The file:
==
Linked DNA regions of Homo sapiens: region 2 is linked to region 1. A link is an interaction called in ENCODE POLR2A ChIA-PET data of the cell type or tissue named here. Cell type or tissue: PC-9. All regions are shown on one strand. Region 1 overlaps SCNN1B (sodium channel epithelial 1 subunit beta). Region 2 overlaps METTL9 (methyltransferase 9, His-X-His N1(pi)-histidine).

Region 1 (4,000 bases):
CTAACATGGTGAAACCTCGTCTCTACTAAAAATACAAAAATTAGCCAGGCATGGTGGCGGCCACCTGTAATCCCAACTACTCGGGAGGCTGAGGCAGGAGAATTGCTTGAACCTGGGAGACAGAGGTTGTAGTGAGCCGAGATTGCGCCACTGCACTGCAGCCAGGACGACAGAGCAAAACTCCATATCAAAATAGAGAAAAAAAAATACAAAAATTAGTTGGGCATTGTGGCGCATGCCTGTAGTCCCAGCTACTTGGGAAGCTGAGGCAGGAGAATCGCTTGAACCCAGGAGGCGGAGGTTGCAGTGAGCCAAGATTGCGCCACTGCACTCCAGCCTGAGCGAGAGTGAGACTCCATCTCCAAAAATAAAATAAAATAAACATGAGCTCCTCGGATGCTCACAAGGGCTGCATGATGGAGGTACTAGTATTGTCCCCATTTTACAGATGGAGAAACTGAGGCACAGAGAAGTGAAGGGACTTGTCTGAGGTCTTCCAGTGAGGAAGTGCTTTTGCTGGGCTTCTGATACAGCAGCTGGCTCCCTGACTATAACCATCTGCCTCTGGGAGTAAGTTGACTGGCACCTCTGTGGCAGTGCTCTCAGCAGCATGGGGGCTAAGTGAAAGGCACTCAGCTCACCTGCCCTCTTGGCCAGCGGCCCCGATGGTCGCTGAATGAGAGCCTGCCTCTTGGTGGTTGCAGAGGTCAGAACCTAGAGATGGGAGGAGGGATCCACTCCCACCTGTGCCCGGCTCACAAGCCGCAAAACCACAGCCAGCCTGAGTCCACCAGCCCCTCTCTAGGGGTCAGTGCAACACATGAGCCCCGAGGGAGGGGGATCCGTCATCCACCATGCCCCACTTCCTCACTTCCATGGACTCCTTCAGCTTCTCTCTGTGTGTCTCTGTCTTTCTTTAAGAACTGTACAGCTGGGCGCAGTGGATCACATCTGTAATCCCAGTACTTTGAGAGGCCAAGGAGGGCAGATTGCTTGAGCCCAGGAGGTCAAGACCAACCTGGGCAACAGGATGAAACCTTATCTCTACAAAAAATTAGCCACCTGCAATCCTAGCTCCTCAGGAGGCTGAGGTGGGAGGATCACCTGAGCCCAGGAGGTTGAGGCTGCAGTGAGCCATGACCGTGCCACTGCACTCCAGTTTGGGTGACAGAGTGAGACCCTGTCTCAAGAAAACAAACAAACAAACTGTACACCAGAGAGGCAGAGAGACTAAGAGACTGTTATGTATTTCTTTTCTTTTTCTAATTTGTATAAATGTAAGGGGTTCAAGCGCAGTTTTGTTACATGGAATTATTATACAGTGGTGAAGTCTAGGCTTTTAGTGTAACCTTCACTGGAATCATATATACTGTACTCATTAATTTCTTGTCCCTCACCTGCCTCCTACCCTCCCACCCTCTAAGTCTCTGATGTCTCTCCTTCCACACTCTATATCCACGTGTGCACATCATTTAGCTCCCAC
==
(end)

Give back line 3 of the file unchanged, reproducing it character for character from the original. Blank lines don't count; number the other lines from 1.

CTAACATGGTGAAACCTCGTCTCTACTAAAAATACAAAAATTAGCCAGGCATGGTGGCGGCCACCTGTAATCCCAACTACTCGGGAGGCTGAGGCAGGAGAATTGCTTGAACCTGGGAGACAGAGGTTGTAGTGAGCCGAGATTGCGCCACTGCACTGCAGCCAGGACGACAGAGCAAAACTCCATATCAAAATAGAGAAAAAAAAATACAAAAATTAGTTGGGCATTGTGGCGCATGCCTGTAGTCCCAGCTACTTGGGAAGCTGAGGCAGGAGAATCGCTTGAACCCAGGAGGCGGAGGTTGCAGTGAGCCAAGATTGCGCCACTGCACTCCAGCCTGAGCGAGAGTGAGACTCCATCTCCAAAAATAAAATAAAATAAACATGAGCTCCTCGGATGCTCACAAGGGCTGCATGATGGAGGTACTAGTATTGTCCCCATTTTACAGATGGAGAAACTGAGGCACAGAGAAGTGAAGGGACTTGTCTGAGGTCTTCCAGTGAGGAAGTGCTTTTGCTGGGCTTCTGATACAGCAGCTGGCTCCCTGACTATAACCATCTGCCTCTGGGAGTAAGTTGACTGGCACCTCTGTGGCAGTGCTCTCAGCAGCATGGGGGCTAAGTGAAAGGCACTCAGCTCACCTGCCCTCTTGGCCAGCGGCCCCGATGGTCGCTGAATGAGAGCCTGCCTCTTGGTGGTTGCAGAGGTCAGAACCTAGAGATGGGAGGAGGGATCCACTCCCACCTGTGCCCGGCTCACAAGCCGCAAAACCACAGCCAGCCTGAGTCCACCAGCCCCTCTCTAGGGGTCAGTGCAACACATGAGCCCCGAGGGAGGGGGATCCGTCATCCACCATGCCCCACTTCCTCACTTCCATGGACTCCTTCAGCTTCTCTCTGTGTGTCTCTGTCTTTCTTTAAGAACTGTACAGCTGGGCGCAGTGGATCACATCTGTAATCCCAGTACTTTGAGAGGCCAAGGAGGGCAGATTGCTTGAGCCCAGGAGGTCAAGACCAACCTGGGCAACAGGATGAAACCTTATCTCTACAAAAAATTAGCCACCTGCAATCCTAGCTCCTCAGGAGGCTGAGGTGGGAGGATCACCTGAGCCCAGGAGGTTGAGGCTGCAGTGAGCCATGACCGTGCCACTGCACTCCAGTTTGGGTGACAGAGTGAGACCCTGTCTCAAGAAAACAAACAAACAAACTGTACACCAGAGAGGCAGAGAGACTAAGAGACTGTTATGTATTTCTTTTCTTTTTCTAATTTGTATAAATGTAAGGGGTTCAAGCGCAGTTTTGTTACATGGAATTATTATACAGTGGTGAAGTCTAGGCTTTTAGTGTAACCTTCACTGGAATCATATATACTGTACTCATTAATTTCTTGTCCCTCACCTGCCTCCTACCCTCCCACCCTCTAAGTCTCTGATGTCTCTCCTTCCACACTCTATATCCACGTGTGCACATCATTTAGCTCCCAC